Dunlop’s new book, Invitation to a banquet, is not a cookbook at all. Instead, it’s a meandering, often philosophical exploration of what Chinese food culture really is is — and what it turns into – told through the story of 30 specific dishes. In one chapter, on wild catfish cheek soup, she writes about the dozens of different food textures that the Chinese both admire and have very specific words for. In another, she writes about a dish made by stewing the cottony, seemingly inedible core of a pomelo until it becomes ethereally delicious—a creation so ingenious that it overturns the popular notion that the Chinese are ready to feast something vaguely edible as an ingredient entirely on its head.
“No other cuisine,” Dunlop wrote of Chinese food, “has had such an extraordinary influence or been so loved, embraced and localized in so many countries.” At the same time, few other cuisines have been so shockingly misunderstood, especially in the West.
On the eve of the book’s US release – and ahead of her book tours in San Francisco on November 13 and 14 – I spoke with Dunlop about new trends in American Chinese food, what the Chinese in China think of her books, and the uniquely British phenomenon of convenience stores. fish and chips that have been converted into Chinese restaurants.
The following interview has been edited for length and clarity.
Luke Tsai: You’re probably best known for your cookbooks, but this new book, Invitation to a banquet, it’s not that much—it’s more about the history and cultural context behind Chinese food. What inspired this project?
Fuchsia Dunlop: Well, I’ve been eating and thinking about Chinese food for about 30 years now, and there’s always been more I’ve wanted to say about it than you can reasonably do in the endnotes or introduction of a cookbook. The thing that concerned me more and more is this strange unfairness in the way Chinese food is viewed internationally, which is that it’s incredibly popular globally and has been in many places for 100 years. But at the same time, people don’t really give it credit for the sophisticated, extremely diverse and wide-ranging cuisine that it is. Chinese food is stuck in a kind of easy neighborhood or takeaway brackets. And few people in the West have the chance to try really high-level Chinese food – these technically advanced, complex dishes that are beyond recognition.
Another of the stereotypes I really wanted to address in the book is the old thing about the Chinese eating everything, which has always been seen in a really negative light in the West – this idea that it’s a poor country that’s a bit desperate, so they will eat anything. It’s true that the Chinese eat an extraordinary range of foods and are far more adventurous than the typical Westerner. But I find it inspiring and joyful. And also at a time when we all need to think more creatively about how we eat for environmental reasons, I think there is so much to learn from this radically creative Chinese approach to making delicacies out of everything and not wasting anything.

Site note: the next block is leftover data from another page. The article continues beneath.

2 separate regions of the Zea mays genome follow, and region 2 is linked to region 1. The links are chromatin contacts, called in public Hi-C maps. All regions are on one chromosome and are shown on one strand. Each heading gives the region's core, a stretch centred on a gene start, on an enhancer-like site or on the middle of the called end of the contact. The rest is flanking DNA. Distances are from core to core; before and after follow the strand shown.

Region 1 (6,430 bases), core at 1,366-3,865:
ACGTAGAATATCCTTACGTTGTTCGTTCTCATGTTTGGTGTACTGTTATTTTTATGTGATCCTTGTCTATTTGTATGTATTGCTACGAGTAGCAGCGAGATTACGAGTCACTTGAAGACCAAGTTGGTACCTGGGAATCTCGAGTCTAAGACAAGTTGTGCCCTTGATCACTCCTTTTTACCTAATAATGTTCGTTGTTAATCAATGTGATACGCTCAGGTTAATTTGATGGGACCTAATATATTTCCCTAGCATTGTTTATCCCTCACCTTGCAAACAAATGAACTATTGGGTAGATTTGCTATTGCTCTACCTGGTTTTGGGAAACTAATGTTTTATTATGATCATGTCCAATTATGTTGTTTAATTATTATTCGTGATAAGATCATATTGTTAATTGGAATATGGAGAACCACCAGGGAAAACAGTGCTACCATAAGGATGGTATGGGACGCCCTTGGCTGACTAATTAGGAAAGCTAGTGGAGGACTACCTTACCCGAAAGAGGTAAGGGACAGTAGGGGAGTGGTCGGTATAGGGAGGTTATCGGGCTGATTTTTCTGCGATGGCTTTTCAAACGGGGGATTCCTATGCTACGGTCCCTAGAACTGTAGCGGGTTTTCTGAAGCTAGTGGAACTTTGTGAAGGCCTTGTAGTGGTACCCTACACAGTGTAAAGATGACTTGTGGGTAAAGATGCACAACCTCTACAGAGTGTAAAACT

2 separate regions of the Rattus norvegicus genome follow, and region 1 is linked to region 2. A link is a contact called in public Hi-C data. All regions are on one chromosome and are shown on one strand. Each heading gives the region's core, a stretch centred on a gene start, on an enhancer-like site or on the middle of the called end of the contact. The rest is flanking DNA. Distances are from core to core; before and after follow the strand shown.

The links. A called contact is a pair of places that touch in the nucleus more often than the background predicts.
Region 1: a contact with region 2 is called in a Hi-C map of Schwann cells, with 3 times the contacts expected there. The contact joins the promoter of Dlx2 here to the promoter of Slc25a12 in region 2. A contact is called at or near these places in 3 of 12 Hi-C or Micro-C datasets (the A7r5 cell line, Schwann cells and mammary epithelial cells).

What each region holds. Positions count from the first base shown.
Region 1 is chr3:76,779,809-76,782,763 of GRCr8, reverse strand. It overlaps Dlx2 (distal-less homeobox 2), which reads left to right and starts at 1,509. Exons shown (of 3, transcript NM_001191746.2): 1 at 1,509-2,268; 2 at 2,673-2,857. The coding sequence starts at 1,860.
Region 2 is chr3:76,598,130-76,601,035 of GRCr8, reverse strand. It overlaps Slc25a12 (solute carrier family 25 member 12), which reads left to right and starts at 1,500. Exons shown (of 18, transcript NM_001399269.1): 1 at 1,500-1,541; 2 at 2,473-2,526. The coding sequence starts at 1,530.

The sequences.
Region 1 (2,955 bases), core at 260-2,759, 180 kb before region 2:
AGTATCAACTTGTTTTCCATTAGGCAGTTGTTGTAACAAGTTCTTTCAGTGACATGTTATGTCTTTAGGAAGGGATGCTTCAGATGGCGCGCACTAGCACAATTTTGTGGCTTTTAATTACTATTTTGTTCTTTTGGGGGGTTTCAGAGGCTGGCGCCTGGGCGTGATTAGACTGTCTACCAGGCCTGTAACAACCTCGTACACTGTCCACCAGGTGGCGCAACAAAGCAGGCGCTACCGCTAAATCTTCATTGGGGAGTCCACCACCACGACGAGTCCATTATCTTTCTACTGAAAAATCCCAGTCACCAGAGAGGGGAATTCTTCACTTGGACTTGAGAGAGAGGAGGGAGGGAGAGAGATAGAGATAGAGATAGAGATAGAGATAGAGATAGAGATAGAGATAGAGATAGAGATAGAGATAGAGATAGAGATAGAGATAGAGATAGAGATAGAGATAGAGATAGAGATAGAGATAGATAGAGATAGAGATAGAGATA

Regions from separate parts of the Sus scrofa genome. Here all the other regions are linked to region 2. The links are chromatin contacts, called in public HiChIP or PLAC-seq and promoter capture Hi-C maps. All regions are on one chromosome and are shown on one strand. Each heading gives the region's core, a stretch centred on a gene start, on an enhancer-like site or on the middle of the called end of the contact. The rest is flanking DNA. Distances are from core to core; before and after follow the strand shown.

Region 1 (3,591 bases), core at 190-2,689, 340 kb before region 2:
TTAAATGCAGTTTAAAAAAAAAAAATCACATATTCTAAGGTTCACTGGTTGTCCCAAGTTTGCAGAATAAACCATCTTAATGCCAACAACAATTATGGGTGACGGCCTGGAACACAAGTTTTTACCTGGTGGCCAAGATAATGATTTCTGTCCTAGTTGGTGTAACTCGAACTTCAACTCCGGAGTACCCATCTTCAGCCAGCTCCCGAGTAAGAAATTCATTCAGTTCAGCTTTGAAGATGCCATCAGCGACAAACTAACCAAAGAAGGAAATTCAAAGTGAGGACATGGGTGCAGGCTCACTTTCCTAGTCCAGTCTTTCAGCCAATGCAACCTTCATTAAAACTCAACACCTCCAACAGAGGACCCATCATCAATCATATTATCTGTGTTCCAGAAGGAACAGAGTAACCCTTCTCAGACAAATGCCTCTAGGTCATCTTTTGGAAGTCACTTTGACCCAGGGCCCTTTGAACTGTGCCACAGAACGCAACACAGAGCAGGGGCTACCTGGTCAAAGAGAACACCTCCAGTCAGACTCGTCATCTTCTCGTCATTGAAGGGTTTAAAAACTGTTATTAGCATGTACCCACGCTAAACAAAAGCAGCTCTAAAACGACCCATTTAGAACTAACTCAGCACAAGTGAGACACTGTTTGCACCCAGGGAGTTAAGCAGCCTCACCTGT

One of the parts of the book that I found really interesting was the differences between British Chinese food and American Chinese food – the fact that Chinese food didn’t catch on in the UK until after the 1950s, for example. What would you say are the main differences today?
We have some parallels like chow mein and chop suey. In the UK we have sweet and sour pork balls with red sauce and also chips in curry sauce because that was another thing – that Chinese restaurants often took over fish and chip shops. We don’t have General Tso’s chicken, but we do have crispy duck with pancakes everywhere.
Now in America you have entire suburbs with huge populations of Chinese from all over China. There is nowhere in the UK like the San Gabriel Valley or New York’s Chinatown. The amount of production and scale is much greater than ours and you have a greater variety of regional restaurants. We have a lot of Szechuan and a bit of Hunan in the UK, but you have so many Jiangnan or Shanghai restaurants that we don’t really have.
You just have larger centers of Chinese in the US and having more native Chinese among the immigrant population makes the food much more “authentic” in the sense that it’s closer to what people actually eat in China.
What do you think about Chinese cuisine in the Bay Area, especially in regards to some of the new movements we’re seeing in more “trendy” second- or third-generation Chinese-American cuisine—the food offered by chefs like Brandon Jew (on To Mr. Jiu) who is hosting one of your book events in San Francisco?
Not only in the Bay Area, but in America in general, I think it’s really interesting that there are a lot of second- and third-generation Chinese who are doing interesting things that involve mixing different cultural influences and working with their heritage, but aren’t completely tied to it, which is really fun.
Another thing I tried to bring out in the book is that Chinese food is so diverse and dynamic. In China itself, food has always responded to new cultures and new influences. The best example is Sichuan food itself: they have been eating chili peppers for only a few hundred years. They combined chili with the ancient Chinese spice, Szechuan pepper, and created mala. And now you really can’t imagine Szechuan food without it.
I’ve been traveling around for three decades now. Every time I go to China there is some new craze, some new ingredient. Most of us have an attachment and reverence for tradition. But I think that can co-exist with creativity – with breaking tradition.
You seem to realize your responsibility as someone who introduces many people—even people of Chinese descent—to Chinese cuisine. Do you think your role is mainly to translate Chinese food culture to foreigners? Or have Chinese readers also become part of your audience?